I found the context of the above phrase in
Journal of the Chemical Society. Transactions. Vol. LXXI Part I, 1897. p. 727.
After referring to the fact that he had framed the diploma and hung it
up in his study, he says:
"To-day, the sight of this parchment is odious to me, and I feel
offended at seeing my name, with the qualification of virum
clarissimum which you have bestowed upon it, placed under the
patronage of a name doomed henceforward to execration by my country,
that of Rex Guilelmus."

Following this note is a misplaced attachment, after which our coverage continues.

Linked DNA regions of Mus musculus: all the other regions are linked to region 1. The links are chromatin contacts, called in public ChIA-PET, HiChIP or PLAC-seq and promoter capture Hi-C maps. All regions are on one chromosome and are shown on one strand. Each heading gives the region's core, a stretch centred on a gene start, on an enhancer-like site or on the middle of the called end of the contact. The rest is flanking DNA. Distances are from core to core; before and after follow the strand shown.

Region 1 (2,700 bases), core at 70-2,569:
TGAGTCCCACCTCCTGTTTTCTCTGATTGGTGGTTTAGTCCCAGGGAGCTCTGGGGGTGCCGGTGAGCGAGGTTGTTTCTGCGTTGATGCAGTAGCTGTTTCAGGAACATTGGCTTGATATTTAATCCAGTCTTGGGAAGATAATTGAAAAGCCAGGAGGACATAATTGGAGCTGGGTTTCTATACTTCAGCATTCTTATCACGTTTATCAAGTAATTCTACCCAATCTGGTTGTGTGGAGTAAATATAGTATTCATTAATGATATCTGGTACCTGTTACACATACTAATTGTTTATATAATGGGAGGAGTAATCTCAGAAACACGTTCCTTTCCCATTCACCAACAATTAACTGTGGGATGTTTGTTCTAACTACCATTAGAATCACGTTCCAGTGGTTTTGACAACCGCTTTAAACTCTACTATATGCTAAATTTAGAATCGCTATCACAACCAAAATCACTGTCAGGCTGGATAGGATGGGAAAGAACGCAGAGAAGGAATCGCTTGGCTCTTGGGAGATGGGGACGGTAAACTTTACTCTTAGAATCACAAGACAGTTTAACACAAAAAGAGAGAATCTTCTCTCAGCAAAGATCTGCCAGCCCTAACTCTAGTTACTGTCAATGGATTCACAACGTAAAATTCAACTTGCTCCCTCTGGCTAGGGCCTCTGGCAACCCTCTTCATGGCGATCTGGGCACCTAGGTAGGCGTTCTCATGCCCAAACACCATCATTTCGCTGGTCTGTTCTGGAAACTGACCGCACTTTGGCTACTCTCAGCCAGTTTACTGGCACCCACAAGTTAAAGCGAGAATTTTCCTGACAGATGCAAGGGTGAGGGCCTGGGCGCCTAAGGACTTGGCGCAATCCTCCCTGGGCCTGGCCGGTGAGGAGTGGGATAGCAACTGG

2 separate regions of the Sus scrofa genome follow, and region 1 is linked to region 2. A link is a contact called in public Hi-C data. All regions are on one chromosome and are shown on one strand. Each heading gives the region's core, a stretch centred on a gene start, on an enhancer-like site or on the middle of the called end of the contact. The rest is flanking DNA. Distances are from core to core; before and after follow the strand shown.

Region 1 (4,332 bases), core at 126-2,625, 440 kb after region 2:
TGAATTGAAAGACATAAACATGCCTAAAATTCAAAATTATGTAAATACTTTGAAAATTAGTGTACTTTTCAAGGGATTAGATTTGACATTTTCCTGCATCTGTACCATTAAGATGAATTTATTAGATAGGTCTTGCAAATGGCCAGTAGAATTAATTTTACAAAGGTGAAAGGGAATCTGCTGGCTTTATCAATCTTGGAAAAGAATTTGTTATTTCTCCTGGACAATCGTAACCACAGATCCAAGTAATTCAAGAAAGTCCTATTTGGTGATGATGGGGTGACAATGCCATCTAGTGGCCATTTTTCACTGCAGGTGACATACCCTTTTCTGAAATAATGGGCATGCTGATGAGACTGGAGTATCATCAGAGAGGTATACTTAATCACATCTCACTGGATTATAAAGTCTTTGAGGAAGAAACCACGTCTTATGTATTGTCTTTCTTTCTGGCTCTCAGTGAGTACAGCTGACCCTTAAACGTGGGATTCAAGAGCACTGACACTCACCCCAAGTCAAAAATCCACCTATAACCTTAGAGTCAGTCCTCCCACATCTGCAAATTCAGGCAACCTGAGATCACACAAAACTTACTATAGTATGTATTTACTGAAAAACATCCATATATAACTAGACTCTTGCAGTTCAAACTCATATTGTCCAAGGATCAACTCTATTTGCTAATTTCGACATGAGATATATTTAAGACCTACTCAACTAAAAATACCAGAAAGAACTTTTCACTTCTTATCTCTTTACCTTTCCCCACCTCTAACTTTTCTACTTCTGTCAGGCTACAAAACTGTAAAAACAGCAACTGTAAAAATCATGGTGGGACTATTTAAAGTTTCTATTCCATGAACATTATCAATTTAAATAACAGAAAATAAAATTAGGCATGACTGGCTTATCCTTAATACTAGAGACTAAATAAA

In context, "Rex Guilelmus" refers to Emperor Wilhelm II of Germany. Diplomas of that time often used Latin. What Pasteur means is, he is offended that the diploma is signed by Wilhelm, or that it states his endorsement of the university (of Bonn), implying that he (Pasteur) is approved of by ("under the patronage of") Wilhelm, whose country has attacked France, and Wilhelm is therefore hated by the French people.